10 MARCH 1928, Page 14

On the subject of country flowers, complaints are . again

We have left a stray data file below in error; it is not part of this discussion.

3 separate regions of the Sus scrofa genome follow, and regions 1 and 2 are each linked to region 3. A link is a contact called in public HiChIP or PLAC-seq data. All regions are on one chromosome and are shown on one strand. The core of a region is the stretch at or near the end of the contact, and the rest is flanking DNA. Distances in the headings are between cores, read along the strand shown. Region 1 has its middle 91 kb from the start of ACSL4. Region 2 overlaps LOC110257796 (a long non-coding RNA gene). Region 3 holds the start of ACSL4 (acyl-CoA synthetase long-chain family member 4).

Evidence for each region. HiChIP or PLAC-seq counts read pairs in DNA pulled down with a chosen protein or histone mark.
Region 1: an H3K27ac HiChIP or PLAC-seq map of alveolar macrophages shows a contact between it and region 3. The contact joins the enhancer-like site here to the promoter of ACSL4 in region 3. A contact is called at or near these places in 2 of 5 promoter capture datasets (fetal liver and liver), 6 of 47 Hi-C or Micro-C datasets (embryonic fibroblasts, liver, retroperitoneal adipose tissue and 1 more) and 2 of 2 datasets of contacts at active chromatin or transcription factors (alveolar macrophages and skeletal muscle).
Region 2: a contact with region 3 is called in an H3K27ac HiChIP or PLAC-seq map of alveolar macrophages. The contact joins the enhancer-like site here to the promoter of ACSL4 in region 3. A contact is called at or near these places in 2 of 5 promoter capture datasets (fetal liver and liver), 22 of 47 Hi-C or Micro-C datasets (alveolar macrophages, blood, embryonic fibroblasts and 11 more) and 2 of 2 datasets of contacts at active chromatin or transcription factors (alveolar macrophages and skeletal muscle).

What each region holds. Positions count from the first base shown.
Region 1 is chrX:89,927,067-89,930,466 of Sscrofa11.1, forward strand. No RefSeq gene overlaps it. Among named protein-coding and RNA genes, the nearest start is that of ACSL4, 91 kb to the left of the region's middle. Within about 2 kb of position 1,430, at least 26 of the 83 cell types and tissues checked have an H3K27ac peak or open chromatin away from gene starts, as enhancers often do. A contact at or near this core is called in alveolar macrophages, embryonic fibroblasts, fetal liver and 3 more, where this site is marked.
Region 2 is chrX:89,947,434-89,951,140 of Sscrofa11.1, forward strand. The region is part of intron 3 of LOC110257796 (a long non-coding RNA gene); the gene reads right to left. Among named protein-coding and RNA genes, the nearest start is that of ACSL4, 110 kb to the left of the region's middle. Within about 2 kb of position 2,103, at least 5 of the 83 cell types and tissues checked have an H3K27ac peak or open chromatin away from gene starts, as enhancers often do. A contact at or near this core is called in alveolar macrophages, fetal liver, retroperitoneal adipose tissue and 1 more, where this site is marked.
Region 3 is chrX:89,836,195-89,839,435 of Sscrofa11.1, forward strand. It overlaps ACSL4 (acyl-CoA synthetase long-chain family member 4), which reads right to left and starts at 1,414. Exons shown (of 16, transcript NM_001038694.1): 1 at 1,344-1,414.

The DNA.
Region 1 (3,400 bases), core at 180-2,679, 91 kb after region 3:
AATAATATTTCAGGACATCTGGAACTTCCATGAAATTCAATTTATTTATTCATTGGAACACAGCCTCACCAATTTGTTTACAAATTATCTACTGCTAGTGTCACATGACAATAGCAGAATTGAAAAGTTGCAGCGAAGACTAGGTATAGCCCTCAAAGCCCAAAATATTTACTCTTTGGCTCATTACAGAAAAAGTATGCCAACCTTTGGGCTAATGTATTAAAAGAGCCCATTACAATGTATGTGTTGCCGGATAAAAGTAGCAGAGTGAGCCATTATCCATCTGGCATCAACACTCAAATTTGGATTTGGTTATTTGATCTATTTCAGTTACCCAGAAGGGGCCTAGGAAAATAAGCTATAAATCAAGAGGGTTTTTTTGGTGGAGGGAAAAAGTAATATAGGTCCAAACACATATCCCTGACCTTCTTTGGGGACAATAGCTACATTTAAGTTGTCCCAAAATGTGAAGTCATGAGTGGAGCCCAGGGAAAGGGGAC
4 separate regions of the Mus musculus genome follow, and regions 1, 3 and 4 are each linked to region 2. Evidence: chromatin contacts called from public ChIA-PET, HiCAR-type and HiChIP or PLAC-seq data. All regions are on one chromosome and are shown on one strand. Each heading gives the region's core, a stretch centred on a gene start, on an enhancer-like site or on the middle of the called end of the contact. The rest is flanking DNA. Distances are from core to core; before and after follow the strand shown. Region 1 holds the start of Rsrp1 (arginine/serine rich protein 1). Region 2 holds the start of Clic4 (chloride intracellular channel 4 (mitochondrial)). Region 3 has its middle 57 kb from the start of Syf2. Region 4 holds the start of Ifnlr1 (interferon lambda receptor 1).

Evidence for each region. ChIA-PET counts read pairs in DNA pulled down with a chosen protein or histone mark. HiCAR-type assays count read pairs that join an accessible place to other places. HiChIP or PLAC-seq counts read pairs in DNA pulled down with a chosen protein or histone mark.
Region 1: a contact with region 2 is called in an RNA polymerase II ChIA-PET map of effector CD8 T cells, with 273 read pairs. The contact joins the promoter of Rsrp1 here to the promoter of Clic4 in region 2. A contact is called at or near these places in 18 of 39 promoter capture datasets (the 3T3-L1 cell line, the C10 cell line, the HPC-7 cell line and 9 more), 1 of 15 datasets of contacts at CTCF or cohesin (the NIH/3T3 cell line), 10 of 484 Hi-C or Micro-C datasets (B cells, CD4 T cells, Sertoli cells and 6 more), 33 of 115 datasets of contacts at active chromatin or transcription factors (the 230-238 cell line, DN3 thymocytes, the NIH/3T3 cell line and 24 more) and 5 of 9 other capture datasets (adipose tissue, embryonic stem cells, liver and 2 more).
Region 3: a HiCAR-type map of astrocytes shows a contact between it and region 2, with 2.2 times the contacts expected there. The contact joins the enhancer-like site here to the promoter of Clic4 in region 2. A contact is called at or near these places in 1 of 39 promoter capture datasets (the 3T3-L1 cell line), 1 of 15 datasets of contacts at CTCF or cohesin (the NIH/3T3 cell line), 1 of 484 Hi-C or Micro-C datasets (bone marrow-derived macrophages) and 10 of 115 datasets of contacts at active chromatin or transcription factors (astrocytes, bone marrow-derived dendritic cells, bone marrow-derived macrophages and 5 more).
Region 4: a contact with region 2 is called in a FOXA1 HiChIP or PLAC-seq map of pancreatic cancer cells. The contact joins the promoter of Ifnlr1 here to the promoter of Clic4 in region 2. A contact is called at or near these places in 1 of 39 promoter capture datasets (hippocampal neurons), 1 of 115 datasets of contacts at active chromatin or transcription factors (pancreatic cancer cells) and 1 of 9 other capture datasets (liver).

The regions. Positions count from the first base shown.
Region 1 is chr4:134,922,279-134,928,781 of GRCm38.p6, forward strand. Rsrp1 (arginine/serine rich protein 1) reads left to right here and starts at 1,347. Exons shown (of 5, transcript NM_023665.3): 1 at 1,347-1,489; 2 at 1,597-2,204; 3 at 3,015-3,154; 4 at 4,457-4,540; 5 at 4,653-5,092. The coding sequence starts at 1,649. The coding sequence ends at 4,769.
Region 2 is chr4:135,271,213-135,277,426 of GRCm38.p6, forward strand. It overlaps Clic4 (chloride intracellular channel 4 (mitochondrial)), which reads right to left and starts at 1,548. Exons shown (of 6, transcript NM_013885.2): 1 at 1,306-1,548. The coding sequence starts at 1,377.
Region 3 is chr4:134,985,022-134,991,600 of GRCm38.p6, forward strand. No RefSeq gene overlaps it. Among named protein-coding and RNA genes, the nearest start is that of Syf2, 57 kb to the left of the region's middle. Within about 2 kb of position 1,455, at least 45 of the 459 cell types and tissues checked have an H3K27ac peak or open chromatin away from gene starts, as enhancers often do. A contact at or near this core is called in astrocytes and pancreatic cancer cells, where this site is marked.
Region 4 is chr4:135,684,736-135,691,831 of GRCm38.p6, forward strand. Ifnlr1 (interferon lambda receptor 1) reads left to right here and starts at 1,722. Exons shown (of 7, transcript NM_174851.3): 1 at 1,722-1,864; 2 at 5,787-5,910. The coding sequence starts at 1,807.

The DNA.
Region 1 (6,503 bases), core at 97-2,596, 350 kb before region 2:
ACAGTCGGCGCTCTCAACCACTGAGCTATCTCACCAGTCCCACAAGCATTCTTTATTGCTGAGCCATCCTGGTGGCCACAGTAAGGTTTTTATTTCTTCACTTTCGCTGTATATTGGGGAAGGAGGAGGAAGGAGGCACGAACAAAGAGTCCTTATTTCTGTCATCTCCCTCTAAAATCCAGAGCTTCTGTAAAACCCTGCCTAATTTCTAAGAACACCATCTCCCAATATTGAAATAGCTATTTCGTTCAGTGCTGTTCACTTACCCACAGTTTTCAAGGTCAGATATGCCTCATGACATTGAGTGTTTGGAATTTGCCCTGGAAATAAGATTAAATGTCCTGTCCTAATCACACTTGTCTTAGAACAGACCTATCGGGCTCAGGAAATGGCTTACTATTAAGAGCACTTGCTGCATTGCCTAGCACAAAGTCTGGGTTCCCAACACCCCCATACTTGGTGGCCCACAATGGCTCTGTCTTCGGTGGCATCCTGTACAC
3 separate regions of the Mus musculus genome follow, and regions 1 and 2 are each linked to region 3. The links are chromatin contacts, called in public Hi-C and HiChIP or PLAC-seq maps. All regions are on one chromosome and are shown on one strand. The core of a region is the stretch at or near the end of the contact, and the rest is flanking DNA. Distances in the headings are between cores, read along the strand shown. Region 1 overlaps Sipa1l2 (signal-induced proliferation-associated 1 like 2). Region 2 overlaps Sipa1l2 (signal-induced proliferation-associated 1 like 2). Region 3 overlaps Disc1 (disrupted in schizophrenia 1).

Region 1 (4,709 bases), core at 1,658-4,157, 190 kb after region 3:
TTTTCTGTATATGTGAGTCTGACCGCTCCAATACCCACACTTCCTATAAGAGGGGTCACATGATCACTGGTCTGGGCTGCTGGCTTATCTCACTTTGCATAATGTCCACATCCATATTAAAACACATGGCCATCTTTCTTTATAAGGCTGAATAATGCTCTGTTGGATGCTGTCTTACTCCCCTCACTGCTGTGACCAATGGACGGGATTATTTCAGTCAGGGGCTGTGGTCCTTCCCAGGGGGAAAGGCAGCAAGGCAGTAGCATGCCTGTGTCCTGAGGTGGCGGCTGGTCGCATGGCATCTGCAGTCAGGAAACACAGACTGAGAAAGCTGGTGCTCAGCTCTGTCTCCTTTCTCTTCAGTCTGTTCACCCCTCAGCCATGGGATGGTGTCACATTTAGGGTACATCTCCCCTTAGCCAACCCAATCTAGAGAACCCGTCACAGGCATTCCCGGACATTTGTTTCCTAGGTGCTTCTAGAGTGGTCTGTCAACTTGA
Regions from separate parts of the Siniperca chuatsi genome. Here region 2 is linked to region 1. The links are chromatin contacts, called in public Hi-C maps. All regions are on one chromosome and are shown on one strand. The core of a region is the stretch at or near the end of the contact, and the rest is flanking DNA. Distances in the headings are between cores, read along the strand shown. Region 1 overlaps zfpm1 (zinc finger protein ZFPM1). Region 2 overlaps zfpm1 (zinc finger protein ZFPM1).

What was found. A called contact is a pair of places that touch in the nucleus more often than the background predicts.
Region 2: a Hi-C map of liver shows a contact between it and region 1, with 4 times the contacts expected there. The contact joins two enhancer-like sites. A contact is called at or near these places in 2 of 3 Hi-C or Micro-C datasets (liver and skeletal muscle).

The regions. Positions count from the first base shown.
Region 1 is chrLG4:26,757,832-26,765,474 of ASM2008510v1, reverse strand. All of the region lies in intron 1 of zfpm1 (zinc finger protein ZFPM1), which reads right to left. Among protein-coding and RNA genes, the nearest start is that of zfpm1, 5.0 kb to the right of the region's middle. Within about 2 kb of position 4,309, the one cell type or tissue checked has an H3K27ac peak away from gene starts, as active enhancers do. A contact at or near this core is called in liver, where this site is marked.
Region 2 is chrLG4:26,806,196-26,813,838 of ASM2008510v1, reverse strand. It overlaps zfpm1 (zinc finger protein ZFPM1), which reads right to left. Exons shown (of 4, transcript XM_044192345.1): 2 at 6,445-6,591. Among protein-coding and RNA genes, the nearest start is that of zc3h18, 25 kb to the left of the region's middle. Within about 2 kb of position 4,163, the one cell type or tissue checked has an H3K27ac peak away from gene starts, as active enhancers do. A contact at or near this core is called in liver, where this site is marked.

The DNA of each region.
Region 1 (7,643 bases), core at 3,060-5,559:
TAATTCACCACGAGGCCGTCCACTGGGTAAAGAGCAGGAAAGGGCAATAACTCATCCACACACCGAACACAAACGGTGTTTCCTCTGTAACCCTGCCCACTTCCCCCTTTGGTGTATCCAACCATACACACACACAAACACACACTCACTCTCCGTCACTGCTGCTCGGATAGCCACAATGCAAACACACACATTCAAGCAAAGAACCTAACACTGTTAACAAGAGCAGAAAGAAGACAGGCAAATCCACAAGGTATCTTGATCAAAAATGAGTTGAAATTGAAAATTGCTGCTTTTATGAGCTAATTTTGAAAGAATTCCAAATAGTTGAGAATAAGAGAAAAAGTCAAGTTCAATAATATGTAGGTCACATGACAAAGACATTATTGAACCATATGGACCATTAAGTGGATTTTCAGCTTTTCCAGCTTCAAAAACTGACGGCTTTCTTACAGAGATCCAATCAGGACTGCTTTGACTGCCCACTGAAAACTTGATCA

multiplying against motorists who dig up wild flower roots, especially primroses, and cart them away to their death on the dust heap. The answer to this threat is not only preven- tion ; a good deal may be done to multiply such native plants ; and now that county councils are adopting rural planning schemes, may we imagine a day when each council will make a survey of its county flora (and fauna), and if need be keep a nursery where rarer things may be cultivated, and others planted along the margins of new roads ? Did any body of people ever lose so good an opportunity of adding beauty without loss of wealth, as the bodies who built the new roads and left naked cuttings, weedy edges, and sides for jerry buildings, and for shacks and pumps of unregulated design? The Council for the Preservation of Rural England is struggling manfully, and winning considerable successes. It should be financially backed by all who have the charm of rural England at heart.